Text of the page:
6 ways to turn around a bad day

Everyone has had a day that's started out on the wrong foot. How do you turn your negativity around from the get-go?

The easiest way is through positive thinking, according to the Harvard Business Review. "Studies show that when you're positive, you're 31 percent more productive, you're 40 percent more likely to receive a promotion, you have 23 percent fewer health-related effects from stress and your creativity rates triple," said Shawn Achor, author of The Happiness Advantage.

Amy Gallo, author of the HBR Guide to Managing Conflict at Work, offers six tips for improving a bad day.

1. Identify the problem. Pinpoint the issue causing you stress as soon as possible, and be aware of your emotional state. Doing so will give you ample time to fix the problem. But be sure your reasoning is specific. "Having a concrete reason for your unhappiness gives you something to work on," wrote Ms. Gallo.

2. Pause — and be grateful. "There are neuroimaging studies that show it's almost impossible to be in a depressed state and grateful at the same time," Mr. Achor told Ms. Gallo. When you start feeling negative or stressed, think about three things you're grateful for, and write them down or say them aloud.

3. Take action. Taking simple steps to better your attitude can drastically improve the rest of your day. Mr. Achor recommends making a phone call you've been putting off or eating a piece of fruit rather than a candy bar. If the action you take benefits someone else, the positive effects you feel will be even stronger.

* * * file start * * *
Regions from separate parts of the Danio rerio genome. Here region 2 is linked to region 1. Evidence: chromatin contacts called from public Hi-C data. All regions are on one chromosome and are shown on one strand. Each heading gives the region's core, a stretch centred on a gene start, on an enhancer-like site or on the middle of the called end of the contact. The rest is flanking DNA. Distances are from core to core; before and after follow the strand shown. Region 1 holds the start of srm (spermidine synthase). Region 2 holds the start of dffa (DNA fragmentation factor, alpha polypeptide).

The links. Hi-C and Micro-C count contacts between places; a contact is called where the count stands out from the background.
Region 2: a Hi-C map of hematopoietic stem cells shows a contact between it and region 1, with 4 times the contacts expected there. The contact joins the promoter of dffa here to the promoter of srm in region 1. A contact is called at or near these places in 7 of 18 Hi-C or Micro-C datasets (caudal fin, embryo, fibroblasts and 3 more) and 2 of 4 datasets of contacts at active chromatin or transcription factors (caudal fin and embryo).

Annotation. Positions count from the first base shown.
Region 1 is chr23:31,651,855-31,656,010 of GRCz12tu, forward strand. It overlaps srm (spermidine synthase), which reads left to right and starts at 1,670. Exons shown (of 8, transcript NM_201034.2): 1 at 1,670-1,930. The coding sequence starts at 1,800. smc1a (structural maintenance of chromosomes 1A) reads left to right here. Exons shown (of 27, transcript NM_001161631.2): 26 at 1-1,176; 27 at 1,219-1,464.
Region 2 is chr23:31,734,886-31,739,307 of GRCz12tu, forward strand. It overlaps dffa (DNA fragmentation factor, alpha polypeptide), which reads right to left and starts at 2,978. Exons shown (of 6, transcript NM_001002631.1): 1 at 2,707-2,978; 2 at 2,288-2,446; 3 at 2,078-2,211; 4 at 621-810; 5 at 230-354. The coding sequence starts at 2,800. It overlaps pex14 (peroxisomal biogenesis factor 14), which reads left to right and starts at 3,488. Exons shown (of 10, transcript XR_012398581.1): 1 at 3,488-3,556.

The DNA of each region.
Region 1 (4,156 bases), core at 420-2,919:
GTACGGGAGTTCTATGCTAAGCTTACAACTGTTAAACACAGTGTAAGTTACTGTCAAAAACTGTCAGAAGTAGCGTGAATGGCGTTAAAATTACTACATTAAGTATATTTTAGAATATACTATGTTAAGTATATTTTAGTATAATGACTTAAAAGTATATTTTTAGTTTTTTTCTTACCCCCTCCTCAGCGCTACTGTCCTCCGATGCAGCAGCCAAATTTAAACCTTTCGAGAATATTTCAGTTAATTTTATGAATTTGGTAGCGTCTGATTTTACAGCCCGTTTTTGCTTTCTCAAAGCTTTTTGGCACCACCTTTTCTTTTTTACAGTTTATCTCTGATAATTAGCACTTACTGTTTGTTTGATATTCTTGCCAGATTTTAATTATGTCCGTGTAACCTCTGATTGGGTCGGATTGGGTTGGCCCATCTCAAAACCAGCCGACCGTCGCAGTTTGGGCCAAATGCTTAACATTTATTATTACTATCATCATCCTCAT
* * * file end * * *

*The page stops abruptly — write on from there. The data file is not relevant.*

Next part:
4. Switch up your routine. Changing your surroundings — whether by going for a walk or even by working in a different area in your office — can improve your mood. "A change of scenery often helps signal to your brain that the current mood doesn't need to be sustained," wrote Ms. Gallo. Listening to a podcast or reading the news can also give your brain a break. However, it is important to be cautious about what you choose. A recent study showed hearing negative news can make you feel even worse.

5. Set realistic expectations. "A lot of bad days start when you have unrealistic expectations about what you can accomplish," wrote Ms. Gallo. Start your day by creating realistic expectations for yourself. If things get off track, don't despair; instead, take note of the progress you've made. Write a list of things you've accomplished as well as a few attainable goals for the rest of your day.

6. Learn from your bad days. Rather than immediately putting a bad day behind you, reflect on what went wrong and what you can do to fix it next time. "Learn what your triggers are so you stay away from those particular stimuli or at least know how you're likely to react if you're triggered," Annie McKee, PhD, founder of the Teleos Leadership Institute, told Ms. Gallo. Take note of consecutive bad days as well — a bunch of bad days in a row could be the result of a bigger problem in your personal life.

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